Landry’s - Crab, Spinach, and Avocado Dip
Easily our most expensive meal to date, a couple of us headed back to the West End on the first evening and decided on a bit of “local seafood”, a misnomer obviously, though it seems to be a common term. Landry’s looked like it would fit the bill admirably, and, it did. Our waiter, Quentiil (yes, that’s the spelling), made sure that we understood we couldn’t eat there and not try their famous Crab, Avocado, and Spinach Dip, and we weren’t about to argue with him. He was also right – it may be some sort of throwback dish from 50s cocktail parties, but it’s damned good. We decided to try two sampler platters – our downfall both in terms of quantity of food – easily enough for three or four people rather than two – and also the two most expensive items on the menu – a platter of a dozen oysters, four each of three different preparations – Rockefeller, something with cheese and bacon, and something sort of breadcrumby and spicy; and the crab platter which simply had more crab on it than is fitting – a crabcake the size of a large hamburger, some sort of crab gratin dish, two king crab legs, fried crab fingers, toast with crab dip on it, and a whole stuffed crab that had been deep fried as well. Still, with all that and wine we only spent $80. [Closed]

Blue Mesa - Adobe Pie
There are a couple of Tex-Mex restaurants that I found highly recommended in various spots. One of the folks we were headed out to dinner with on day three nixed all of them, insisting that she’d tried them, and none of them were worthwhile. While none of us knew whether to trust her tastes, she took command and organized our dinner out, and we soon found ourselves at Blue Mesa, a spot that does seem to get some decent writeups, but I’m always a trifle suspicious of restaurants in strip shopping malls. The place is huge. The portions are huge. The service is friendly and fun – with our waitress very clearly steering us to and from various dishes with a shake of her finger and a “uh uh, not that… you want this…” as she went around the table. My quick lookups on the spot beforehand suggested that the restaurant’s signature Adobe Pie was one of the better ways to go, and she concurred, “especially if you like tamales”. It turns out to be pretty much as bad as it looks in the photo – it’s a chicken, corn, and bean filling around which someone has packed cornmeal dough, and then baked it all up and smothered it in “three chili” sauce (not at all spicy) and “chipotle cream” (the drizzled decoration). I couldn’t even eat half of it. Various other dishes around the table fared better, though I can’t say that anyone seemed completely thrilled. Still, for the $20 apiece we spent, drinks and tip included… and our waitress bought us a couple of desserts for the table as “an apology for how long it took me to serve you”… which apparently meant that food wasn’t on the table in under ten minutes, because it was in not much over – when we protested, pointing out that in the various places we were from, ten minutes or more to have food on the table was normal, her response was “we don’t do that here in Dallas.”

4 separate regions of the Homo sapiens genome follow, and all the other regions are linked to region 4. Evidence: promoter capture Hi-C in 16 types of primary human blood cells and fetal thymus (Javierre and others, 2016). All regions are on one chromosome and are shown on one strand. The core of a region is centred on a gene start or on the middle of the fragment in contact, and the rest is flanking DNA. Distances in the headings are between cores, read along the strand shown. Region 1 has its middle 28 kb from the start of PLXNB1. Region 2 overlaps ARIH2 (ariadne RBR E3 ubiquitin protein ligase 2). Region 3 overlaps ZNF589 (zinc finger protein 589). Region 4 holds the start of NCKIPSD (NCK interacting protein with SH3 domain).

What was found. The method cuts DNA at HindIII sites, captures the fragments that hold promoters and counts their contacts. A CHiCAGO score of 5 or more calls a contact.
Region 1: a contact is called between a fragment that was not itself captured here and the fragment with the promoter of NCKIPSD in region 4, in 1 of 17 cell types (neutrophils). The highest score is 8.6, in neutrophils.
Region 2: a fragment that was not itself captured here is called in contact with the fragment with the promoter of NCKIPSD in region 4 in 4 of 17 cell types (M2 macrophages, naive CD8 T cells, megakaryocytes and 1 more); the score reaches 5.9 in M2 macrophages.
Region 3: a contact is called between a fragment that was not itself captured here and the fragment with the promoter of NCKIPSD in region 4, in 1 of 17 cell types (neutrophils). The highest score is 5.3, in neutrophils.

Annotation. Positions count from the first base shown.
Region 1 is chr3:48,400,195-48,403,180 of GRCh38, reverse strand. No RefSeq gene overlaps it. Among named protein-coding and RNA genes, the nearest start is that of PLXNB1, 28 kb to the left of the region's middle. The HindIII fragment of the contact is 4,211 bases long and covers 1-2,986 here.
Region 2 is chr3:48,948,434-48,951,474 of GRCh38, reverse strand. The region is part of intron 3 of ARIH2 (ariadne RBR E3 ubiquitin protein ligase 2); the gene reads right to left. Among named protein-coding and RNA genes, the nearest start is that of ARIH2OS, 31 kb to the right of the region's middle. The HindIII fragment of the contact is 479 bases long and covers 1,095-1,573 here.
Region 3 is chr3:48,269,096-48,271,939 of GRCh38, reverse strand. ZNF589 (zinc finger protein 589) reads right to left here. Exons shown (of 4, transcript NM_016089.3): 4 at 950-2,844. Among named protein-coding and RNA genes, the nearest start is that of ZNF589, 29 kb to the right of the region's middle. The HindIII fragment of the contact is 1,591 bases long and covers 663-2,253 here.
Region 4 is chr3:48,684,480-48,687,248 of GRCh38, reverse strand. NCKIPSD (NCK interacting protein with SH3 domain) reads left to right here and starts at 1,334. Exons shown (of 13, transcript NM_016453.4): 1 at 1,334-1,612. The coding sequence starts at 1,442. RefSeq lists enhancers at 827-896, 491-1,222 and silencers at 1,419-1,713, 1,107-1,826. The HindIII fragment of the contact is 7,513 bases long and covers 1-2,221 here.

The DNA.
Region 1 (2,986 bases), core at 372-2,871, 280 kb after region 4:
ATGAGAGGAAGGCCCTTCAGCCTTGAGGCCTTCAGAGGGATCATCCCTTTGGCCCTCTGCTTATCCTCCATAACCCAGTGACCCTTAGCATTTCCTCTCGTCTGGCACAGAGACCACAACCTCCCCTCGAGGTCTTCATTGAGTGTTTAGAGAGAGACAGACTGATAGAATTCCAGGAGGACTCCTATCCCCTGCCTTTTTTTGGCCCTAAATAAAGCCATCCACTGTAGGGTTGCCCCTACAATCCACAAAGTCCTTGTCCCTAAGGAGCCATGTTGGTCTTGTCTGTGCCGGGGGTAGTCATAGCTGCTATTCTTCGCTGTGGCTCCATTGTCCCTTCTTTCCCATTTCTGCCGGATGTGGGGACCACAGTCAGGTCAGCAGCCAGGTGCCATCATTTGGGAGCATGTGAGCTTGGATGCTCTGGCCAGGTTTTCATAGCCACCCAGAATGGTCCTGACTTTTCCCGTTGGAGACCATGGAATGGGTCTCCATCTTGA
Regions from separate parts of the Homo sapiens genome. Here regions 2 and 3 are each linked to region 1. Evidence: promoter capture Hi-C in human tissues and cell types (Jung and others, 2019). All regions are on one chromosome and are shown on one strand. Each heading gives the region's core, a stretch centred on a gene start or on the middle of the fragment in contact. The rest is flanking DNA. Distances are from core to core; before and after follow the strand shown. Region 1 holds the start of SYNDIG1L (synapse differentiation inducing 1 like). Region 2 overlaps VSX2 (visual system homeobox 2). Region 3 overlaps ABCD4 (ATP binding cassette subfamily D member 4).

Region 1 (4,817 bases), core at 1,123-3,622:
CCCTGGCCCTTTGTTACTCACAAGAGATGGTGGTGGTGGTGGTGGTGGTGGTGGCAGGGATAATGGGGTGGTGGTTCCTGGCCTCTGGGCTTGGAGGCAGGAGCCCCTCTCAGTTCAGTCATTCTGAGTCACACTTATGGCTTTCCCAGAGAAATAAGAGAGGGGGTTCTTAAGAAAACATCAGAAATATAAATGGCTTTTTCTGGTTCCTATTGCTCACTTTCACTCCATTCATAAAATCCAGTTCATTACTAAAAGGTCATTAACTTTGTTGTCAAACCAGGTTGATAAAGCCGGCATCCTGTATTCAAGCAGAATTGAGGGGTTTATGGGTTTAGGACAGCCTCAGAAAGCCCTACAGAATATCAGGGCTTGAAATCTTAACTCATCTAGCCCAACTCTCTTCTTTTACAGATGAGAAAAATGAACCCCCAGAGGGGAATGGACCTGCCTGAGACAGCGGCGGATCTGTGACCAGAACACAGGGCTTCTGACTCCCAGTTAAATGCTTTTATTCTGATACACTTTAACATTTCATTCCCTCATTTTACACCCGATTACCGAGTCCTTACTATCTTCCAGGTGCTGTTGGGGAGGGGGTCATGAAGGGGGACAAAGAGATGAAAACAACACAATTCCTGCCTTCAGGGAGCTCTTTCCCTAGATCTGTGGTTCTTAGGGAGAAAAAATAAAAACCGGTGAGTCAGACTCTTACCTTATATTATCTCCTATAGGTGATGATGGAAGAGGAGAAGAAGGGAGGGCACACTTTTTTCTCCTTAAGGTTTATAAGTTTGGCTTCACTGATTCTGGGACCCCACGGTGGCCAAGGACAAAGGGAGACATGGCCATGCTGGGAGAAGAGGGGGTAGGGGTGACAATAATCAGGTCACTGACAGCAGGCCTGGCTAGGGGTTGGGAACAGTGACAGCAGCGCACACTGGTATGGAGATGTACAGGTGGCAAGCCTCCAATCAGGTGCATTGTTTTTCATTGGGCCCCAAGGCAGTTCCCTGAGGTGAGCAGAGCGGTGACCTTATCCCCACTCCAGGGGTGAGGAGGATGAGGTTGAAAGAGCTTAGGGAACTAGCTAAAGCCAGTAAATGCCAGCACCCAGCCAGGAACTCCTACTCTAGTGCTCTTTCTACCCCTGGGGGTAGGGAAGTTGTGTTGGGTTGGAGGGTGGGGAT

Gloria’s - pupusa and tamale
Finally, on to last eve, and a long time friend from Galveston who drove the five hours up here to have dinner with a trio of us. He strongly recommended a local favorite – Gloria’s, noting that we weren’t going to go to the “original” spot, which is a small corner place in another part of town, but their bigger sibling (wayyyyyyy bigger) in Oaklawn – for a dose of Tex-Mex – Salva-Tex – Gloria apparently being from El Salvador. We started with a round of tamales and pupusas – the former sort of strange, almost pudding-like versions of tamales inside their steaming leaves, quite odd in texture, though tasty; the latter an interesting dish of meat sandwiched between what I believe are white corn dough rounds – sort of the Salvadorean version of empanadas… topped with lightly spicy coleslaw – really good. For our main courses, a variety of different dishes, I have to admit I was tired and not feeling totally up to par and just sort of toyed with my chile relleno, filled with grilled steak and cheese, accompanied by its cheese enchilada, rice, beans, guacamole, and salsa. None of it spicy, which was probably a good thing last night, though normally I would have liked some more zip to it. And, with a couple of rounds of margaritas and sangria, we topped off at $25 apiece… tip included.


{ 2 comments… read them below or add one }

ksternberg January 20, 2008 at 00:27

Oh my God, Dan! I’ve never fancied myself a Dallas fan, but if there’s food like this there, I want to visit again soon. I consider Tex Mex and southern BBQ to American cuisine what Jazz and Blues are to American music: Unique. I’ve had great grilled food in Argentina and other places, but it just didn’t have that insane, bone suckin’ fulfillment, if you know what I mean.

I’m also glad you mentioned how reasonably this food is priced.

dan January 20, 2008 at 16:48

A couple of friends who were here in the program with me liked the sound of Peggy Sue so much that we decided to go back and have lunch there today. Not being tired, and not having eaten a large lunch already, it was even better than the first time around. Really pretty special bbq…

Apparently, in a complete change of pace, I’m being taken out for Indian/Indonesian food this evening…